UPDATE: Frequent commenter Triumph provides a link to a free version of the article at the Pueblo Chieftain. It sheds some light on my questions:

In the past, store managers for Wal-Mart and other huge retailers, including Sears Holdings Corp.’s Kmart, Payless and J. Crew, scheduled workers based on store promotions and weekly sales figures from the previous year. By comparison, the software systems created by workforce-management software companies such as Workbrain Inc., Kronos and CyberShift Inc. rely on real-time data feeds, such as sales rung up at the cash register and customer traffic.

The systems can boost productivity by freeing up managers. While it can take managers an entire day to create schedules for several hundred workers at a single big-box store, staffing can now be drawn up across an entire company in a few hours. Workbrain says it generates schedules for Target Corp.’s 350,000 U.S. employees at 1,500 locations in less than six hours. Target declined to comment on its scheduling system.

Store chains spent $55 million on licensing fees for work-force-management software in 2005, up from $44 million in 2004, according to AMR Research Inc. in Boston. AMR analyst Robert Garf estimates revenue for these systems grew by 15 percent to 20 percent in 2006. ‘‘We’re really at this tipping point today,’’ he says.

Wal-Mart is rolling out the new ‘‘optimizer’’ system from an outside vendor in all its stores and for all employees this year. Wal-Mart asks hourly employees to fill out the hours they can work on ‘‘personal availability’’ forms. A copy provided by WakeUpWalMart states that all full-time cashiers and customer-service workers are encouraged to consider including ‘‘if at all possible’’ a weekend shift every week. ‘‘Limiting your personal availability may restrict the number of hours you are scheduled,’’ the form reads.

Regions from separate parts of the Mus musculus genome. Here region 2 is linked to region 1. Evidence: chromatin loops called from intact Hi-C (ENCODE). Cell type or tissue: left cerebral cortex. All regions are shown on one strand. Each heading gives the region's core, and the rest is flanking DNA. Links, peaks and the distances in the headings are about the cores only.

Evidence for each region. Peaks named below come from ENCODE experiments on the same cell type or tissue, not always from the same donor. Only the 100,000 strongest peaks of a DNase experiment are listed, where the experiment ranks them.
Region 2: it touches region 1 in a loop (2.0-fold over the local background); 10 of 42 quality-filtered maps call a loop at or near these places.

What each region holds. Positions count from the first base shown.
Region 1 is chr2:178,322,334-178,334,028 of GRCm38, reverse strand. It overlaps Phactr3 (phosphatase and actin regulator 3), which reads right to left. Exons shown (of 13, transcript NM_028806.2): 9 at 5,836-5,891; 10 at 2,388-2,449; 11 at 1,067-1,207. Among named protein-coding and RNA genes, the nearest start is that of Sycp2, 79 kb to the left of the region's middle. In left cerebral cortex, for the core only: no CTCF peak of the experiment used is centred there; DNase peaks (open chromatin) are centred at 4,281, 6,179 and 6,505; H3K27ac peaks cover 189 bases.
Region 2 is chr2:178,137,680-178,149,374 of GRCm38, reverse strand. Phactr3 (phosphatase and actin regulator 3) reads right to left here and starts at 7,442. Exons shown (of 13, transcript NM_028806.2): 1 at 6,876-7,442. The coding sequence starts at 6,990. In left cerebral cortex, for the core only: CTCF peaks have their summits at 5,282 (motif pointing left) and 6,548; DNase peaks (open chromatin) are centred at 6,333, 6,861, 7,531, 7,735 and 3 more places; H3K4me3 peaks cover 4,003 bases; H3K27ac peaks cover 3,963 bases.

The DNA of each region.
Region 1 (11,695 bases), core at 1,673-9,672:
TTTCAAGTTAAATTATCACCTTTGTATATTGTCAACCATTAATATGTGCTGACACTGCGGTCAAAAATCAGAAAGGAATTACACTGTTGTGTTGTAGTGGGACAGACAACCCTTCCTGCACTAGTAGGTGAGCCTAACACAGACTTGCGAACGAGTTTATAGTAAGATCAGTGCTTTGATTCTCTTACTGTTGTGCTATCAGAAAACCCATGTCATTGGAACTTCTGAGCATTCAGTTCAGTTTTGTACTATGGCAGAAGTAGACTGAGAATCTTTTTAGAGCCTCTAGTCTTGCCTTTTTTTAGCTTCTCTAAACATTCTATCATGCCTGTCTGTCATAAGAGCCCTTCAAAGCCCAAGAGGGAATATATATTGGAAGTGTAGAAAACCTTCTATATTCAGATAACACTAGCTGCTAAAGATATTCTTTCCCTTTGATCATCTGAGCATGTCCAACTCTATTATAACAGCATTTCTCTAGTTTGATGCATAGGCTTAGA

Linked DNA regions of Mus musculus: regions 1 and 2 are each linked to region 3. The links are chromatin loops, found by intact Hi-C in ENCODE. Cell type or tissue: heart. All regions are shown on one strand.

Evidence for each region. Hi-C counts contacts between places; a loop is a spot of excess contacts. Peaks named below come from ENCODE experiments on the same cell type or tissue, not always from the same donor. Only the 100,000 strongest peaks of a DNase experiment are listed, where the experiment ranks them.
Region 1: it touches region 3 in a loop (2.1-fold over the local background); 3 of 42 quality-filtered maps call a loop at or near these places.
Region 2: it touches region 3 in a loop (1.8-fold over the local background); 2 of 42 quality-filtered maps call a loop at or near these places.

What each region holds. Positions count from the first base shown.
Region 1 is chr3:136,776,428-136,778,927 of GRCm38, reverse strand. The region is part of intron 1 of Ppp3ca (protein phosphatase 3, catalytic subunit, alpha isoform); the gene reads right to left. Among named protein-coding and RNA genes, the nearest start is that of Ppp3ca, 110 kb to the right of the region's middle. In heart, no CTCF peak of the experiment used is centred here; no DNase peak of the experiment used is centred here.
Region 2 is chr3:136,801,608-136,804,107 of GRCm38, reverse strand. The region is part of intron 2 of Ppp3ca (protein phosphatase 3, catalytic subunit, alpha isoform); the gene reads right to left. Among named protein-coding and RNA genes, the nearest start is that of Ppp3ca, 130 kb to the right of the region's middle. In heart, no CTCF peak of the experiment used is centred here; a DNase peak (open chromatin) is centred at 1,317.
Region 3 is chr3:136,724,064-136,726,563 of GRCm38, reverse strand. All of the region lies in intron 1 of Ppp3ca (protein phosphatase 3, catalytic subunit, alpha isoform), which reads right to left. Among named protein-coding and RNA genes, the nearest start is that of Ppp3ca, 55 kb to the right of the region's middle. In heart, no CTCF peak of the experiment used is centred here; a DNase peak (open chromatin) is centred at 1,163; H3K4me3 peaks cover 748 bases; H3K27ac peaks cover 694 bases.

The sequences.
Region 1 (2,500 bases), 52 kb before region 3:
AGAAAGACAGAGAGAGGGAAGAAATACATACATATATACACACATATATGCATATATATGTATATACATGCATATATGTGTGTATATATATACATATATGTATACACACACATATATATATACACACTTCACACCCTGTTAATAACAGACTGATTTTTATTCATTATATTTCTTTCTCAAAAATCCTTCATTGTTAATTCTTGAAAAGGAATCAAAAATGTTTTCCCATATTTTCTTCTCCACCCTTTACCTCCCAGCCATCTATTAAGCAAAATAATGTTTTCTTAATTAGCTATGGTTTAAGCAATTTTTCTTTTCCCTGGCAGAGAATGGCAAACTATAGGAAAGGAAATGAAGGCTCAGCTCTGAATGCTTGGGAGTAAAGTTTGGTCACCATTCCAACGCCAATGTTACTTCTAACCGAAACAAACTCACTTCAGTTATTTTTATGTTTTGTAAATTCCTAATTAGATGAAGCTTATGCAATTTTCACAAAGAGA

It looks like a mixed bag: Workers are under more pressure to be flexible but are at least given the option of setting their availability times.

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About James Joyner
James Joyner is the publisher of Outside the Beltway, an associate professor of security studies at the Marine Corps Command and Staff College, and a nonresident senior fellow at the Atlantic Council. He's a former Army officer and Desert Storm vet. He has a PhD in political science from The University of Alabama. Views expressed here are his own. Follow James on Twitter.

Comments

  1. Then again, in the context of the subset of workers who would be impacted by a change in the minimum wage, Will’s word choice is close enough to be defensible. (Indeed, I used that term this morning in a discussion of the contretemps over Wal-Mart’s use of flexible scheduling of its employees.) The lower the skill level of the worker, the more easily replaceable he is. People who work on assembly lines or flipping burgers at McDonald’s are essentially undifferentiated from the perspective their firm. If your job can be

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  2. Triumph says:

    FYI, The article is reposted at the Pueblo, CO Chieftain: http://www.chieftain.com/business/1167894238/3

    It is pretty clear from the article that they are instituting the “on call” system. The idea is basically to manage labor in the same way as they have been managing inventory for years: through a just-in-time approach.

    The other thing that the software does is recognize the cumulative number of hours worked by employees. Once an employee is getting close to meeting overtime/full time requirements in a week they are put at the bottom of the list in favor of someone who hasnt worked as many hours, saving the company money.